(RxWiki News) If you have rheumatoid arthritis, you may be at risk of health problems throughout your body. Even if you've never been hospitalized, you and your doctor need to closely watch for signs of complications.
People with rheumatoid arthritis had a higher risk of blocked blood vessels compared to people without rheumatoid arthritis, according to results from a recent study.
"Visit your doctor regularly if you have rheumatoid arthritis."
Previous studies have suggested that rheumatoid arthritis patients are six times more likely to have pulmonary embolism (blockage of the main artery of the lung) than people without arthritis, said Professor Hyon K. Choi, MD, DrPH, of Boston University School of Medicine, and colleagues.
With these past findings in mind, Dr. Choi and colleagues set out to better understand the risk of pulmonary embolism and deep vein thrombosis (blood clot in a deep vein) in people with rheumatoid arthritis.
They found that people with rheumatoid arthritis were 2.23 times more likely than those without arthritis to develop pulmonary embolism.
In addition, people with rheumatoid arthritis were 2.20 times more likely to develop deep vein thrombosis compared to those without arthritis.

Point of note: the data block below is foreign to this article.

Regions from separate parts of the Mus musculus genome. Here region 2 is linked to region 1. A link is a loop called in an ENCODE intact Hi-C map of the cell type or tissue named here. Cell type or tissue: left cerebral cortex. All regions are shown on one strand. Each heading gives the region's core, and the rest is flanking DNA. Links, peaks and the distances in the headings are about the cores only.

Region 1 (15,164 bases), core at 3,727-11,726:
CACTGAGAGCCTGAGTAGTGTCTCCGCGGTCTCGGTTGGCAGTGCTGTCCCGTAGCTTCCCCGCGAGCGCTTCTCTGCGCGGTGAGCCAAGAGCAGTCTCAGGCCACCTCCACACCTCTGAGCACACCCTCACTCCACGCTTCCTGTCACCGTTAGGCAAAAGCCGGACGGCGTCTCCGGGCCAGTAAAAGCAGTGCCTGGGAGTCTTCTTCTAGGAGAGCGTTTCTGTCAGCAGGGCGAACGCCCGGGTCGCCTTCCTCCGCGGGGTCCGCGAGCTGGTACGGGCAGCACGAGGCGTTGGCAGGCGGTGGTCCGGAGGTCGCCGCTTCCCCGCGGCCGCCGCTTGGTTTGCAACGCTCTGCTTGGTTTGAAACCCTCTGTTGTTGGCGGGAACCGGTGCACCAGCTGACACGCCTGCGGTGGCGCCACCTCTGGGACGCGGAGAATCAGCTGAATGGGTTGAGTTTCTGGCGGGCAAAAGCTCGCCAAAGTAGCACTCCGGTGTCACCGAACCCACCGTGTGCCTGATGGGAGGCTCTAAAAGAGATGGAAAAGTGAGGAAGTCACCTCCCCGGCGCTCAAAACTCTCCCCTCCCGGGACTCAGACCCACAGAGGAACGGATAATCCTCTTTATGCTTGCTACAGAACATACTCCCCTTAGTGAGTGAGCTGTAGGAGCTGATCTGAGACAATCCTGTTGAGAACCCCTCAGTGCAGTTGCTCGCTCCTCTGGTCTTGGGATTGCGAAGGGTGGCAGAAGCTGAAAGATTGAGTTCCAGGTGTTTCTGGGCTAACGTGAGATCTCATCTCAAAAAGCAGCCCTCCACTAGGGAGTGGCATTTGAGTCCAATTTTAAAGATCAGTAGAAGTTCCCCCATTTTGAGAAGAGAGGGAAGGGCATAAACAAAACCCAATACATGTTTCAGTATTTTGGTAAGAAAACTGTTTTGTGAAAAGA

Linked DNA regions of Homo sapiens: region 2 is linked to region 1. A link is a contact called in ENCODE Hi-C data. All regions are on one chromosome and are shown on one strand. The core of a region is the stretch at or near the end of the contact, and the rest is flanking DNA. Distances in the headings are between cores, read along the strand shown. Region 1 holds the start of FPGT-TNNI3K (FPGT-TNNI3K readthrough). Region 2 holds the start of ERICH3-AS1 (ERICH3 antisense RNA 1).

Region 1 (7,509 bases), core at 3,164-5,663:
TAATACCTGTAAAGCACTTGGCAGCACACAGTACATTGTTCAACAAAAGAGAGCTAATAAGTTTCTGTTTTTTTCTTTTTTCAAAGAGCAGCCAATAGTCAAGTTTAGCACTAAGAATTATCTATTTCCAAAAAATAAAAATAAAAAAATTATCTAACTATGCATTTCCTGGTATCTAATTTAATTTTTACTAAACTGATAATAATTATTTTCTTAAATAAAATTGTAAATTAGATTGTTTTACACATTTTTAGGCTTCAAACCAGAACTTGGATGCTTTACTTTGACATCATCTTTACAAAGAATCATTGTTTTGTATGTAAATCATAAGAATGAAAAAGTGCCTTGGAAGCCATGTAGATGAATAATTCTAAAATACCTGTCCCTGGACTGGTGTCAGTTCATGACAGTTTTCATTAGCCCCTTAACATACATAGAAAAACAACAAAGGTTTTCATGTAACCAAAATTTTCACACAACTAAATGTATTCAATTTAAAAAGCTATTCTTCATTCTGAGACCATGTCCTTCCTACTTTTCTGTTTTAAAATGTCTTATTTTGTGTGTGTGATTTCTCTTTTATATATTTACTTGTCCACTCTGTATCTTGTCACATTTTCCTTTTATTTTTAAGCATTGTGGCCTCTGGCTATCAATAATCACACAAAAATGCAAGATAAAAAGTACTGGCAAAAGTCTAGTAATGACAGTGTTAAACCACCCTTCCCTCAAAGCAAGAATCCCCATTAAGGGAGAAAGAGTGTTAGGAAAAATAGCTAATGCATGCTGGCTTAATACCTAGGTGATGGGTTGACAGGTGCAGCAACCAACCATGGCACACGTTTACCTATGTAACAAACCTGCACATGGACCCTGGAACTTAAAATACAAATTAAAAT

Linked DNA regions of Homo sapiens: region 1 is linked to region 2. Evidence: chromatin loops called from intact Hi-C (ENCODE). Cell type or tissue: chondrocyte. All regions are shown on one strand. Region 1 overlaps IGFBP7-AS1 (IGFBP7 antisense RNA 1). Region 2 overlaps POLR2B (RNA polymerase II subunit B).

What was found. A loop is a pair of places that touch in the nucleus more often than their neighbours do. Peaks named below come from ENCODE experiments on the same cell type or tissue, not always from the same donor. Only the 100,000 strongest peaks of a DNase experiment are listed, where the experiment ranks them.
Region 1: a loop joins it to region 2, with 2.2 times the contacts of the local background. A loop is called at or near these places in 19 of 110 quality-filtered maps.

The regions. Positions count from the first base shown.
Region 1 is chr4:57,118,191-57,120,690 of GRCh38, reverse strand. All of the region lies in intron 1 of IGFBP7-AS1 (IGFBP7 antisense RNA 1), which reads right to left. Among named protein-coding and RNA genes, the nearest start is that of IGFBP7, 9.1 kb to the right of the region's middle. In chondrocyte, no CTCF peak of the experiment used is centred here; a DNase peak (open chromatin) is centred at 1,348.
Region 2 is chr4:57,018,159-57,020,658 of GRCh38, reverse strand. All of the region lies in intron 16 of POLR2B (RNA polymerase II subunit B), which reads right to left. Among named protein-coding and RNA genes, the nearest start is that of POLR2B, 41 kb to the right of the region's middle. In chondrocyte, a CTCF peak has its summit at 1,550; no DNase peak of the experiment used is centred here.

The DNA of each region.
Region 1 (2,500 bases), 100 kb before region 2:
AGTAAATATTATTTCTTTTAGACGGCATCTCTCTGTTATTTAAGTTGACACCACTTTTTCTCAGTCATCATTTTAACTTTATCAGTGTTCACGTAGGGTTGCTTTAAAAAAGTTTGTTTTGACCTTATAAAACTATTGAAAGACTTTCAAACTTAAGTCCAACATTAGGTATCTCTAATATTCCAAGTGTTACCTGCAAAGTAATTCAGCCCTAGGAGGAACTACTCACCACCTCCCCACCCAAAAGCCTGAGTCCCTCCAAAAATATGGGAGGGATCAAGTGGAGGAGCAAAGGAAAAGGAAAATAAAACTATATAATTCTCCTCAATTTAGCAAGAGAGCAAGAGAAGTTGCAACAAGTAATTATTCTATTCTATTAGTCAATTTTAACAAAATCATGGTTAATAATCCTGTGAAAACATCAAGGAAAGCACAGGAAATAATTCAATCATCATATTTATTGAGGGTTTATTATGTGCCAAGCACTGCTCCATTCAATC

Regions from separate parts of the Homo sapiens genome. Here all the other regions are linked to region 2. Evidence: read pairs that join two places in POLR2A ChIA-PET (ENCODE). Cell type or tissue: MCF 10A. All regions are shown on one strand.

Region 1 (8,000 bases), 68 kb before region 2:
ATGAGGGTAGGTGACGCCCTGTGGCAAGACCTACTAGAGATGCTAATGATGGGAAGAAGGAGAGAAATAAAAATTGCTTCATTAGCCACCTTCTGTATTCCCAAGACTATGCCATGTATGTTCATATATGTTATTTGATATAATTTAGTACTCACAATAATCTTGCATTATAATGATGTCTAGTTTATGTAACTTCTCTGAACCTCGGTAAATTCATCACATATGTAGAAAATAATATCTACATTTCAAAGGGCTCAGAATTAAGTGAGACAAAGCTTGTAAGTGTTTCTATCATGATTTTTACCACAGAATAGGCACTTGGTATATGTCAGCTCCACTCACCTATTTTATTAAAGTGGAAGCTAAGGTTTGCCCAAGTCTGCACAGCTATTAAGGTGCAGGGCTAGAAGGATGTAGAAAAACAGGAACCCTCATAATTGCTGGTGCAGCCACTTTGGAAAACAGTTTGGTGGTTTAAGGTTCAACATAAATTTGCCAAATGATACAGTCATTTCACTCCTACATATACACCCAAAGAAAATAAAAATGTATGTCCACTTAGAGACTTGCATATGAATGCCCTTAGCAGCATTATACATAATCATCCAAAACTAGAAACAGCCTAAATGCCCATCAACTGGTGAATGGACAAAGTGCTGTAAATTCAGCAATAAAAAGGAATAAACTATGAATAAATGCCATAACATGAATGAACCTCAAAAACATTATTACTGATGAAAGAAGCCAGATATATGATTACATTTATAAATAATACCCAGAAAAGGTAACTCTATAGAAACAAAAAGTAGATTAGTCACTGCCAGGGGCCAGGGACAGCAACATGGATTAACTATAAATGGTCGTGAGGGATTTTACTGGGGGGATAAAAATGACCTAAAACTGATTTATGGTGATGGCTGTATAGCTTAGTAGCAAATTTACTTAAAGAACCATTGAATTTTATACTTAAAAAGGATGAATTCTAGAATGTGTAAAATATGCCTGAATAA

The researchers also looked at patients' risk of developing these conditions within a certain amount of time.
Compared to those without arthritis, rheumatoid arthritis patients were:
- 3.27 times more likely to develop pulmonary embolism within 1 year
- 1.88 times more likely to develop pulmonary embolism between 1 and 4.9 years
- 2.35 times more likely to develop pulmonary embolism after 5 years or more
- 3.16 times more likely to develop deep vein thrombosis within 1 year
- 1.82 times more likely to develop deep vein thrombosis between 1 and 4.9 years
- 2.32 times more likely to develop deep vein thrombosis after 5 years or more
The authors concluded that their study shows people with rheumatoid arthritis have a heightened risk of pulmonary embolism and deep vein thrombosis.
These findings suggest that doctors should watch closely for blood vessel problems and other risks of rheumatoid arthritis, whether or not patients have been hospitalized in the past.
The study included 9,589 people with rheumatoid arthritis. Of these, 82 developed pulmonary embolism and 110 developed deep vein thrombosis.
The research was published August 28 in the Annals of the Rheumatic Diseases.